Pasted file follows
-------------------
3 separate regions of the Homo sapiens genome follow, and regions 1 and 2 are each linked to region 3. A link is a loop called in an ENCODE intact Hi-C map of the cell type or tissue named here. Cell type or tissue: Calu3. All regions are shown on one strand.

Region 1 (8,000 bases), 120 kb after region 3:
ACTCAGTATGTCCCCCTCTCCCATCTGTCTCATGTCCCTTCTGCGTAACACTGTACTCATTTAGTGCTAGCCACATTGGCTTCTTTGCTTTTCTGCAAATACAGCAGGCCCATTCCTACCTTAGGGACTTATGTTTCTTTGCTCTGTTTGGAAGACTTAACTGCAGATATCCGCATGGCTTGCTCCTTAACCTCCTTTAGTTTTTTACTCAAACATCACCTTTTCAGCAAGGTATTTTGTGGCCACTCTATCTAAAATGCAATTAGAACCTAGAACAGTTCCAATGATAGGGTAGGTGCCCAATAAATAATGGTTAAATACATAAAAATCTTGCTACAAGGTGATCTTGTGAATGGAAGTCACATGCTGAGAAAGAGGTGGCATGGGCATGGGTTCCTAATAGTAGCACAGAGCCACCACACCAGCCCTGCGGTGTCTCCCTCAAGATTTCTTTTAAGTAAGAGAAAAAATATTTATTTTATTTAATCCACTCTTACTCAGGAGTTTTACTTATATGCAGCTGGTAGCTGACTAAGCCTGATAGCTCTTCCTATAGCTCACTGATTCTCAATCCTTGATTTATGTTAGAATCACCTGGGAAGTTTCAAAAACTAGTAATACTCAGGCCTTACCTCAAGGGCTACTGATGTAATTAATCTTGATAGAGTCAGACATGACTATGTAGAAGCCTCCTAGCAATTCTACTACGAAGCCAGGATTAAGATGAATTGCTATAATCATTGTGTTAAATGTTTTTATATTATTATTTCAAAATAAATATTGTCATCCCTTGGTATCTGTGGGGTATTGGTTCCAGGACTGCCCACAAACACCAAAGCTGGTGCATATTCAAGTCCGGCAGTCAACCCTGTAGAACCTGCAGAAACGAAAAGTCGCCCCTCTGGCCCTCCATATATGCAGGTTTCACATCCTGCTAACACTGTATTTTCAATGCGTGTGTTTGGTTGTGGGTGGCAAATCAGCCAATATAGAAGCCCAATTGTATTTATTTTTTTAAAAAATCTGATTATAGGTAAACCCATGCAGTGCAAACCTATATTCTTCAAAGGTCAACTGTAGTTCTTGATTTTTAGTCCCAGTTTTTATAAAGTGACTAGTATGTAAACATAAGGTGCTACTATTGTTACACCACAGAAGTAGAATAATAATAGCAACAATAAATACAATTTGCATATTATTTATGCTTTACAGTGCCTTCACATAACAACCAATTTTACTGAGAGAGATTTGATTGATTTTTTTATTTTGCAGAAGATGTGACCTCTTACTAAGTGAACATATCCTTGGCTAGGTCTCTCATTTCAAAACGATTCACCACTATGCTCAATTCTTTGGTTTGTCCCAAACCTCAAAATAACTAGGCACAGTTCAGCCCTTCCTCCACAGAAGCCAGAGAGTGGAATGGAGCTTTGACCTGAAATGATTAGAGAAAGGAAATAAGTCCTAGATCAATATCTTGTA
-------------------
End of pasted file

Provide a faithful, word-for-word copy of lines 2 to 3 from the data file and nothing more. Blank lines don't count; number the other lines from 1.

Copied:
Region 1 (8,000 bases), 120 kb after region 3:
ACTCAGTATGTCCCCCTCTCCCATCTGTCTCATGTCCCTTCTGCGTAACACTGTACTCATTTAGTGCTAGCCACATTGGCTTCTTTGCTTTTCTGCAAATACAGCAGGCCCATTCCTACCTTAGGGACTTATGTTTCTTTGCTCTGTTTGGAAGACTTAACTGCAGATATCCGCATGGCTTGCTCCTTAACCTCCTTTAGTTTTTTACTCAAACATCACCTTTTCAGCAAGGTATTTTGTGGCCACTCTATCTAAAATGCAATTAGAACCTAGAACAGTTCCAATGATAGGGTAGGTGCCCAATAAATAATGGTTAAATACATAAAAATCTTGCTACAAGGTGATCTTGTGAATGGAAGTCACATGCTGAGAAAGAGGTGGCATGGGCATGGGTTCCTAATAGTAGCACAGAGCCACCACACCAGCCCTGCGGTGTCTCCCTCAAGATTTCTTTTAAGTAAGAGAAAAAATATTTATTTTATTTAATCCACTCTTACTCAGGAGTTTTACTTATATGCAGCTGGTAGCTGACTAAGCCTGATAGCTCTTCCTATAGCTCACTGATTCTCAATCCTTGATTTATGTTAGAATCACCTGGGAAGTTTCAAAAACTAGTAATACTCAGGCCTTACCTCAAGGGCTACTGATGTAATTAATCTTGATAGAGTCAGACATGACTATGTAGAAGCCTCCTAGCAATTCTACTACGAAGCCAGGATTAAGATGAATTGCTATAATCATTGTGTTAAATGTTTTTATATTATTATTTCAAAATAAATATTGTCATCCCTTGGTATCTGTGGGGTATTGGTTCCAGGACTGCCCACAAACACCAAAGCTGGTGCATATTCAAGTCCGGCAGTCAACCCTGTAGAACCTGCAGAAACGAAAAGTCGCCCCTCTGGCCCTCCATATATGCAGGTTTCACATCCTGCTAACACTGTATTTTCAATGCGTGTGTTTGGTTGTGGGTGGCAAATCAGCCAATATAGAAGCCCAATTGTATTTATTTTTTTAAAAAATCTGATTATAGGTAAACCCATGCAGTGCAAACCTATATTCTTCAAAGGTCAACTGTAGTTCTTGATTTTTAGTCCCAGTTTTTATAAAGTGACTAGTATGTAAACATAAGGTGCTACTATTGTTACACCACAGAAGTAGAATAATAATAGCAACAATAAATACAATTTGCATATTATTTATGCTTTACAGTGCCTTCACATAACAACCAATTTTACTGAGAGAGATTTGATTGATTTTTTTATTTTGCAGAAGATGTGACCTCTTACTAAGTGAACATATCCTTGGCTAGGTCTCTCATTTCAAAACGATTCACCACTATGCTCAATTCTTTGGTTTGTCCCAAACCTCAAAATAACTAGGCACAGTTCAGCCCTTCCTCCACAGAAGCCAGAGAGTGGAATGGAGCTTTGACCTGAAATGATTAGAGAAAGGAAATAAGTCCTAGATCAATATCTTGTA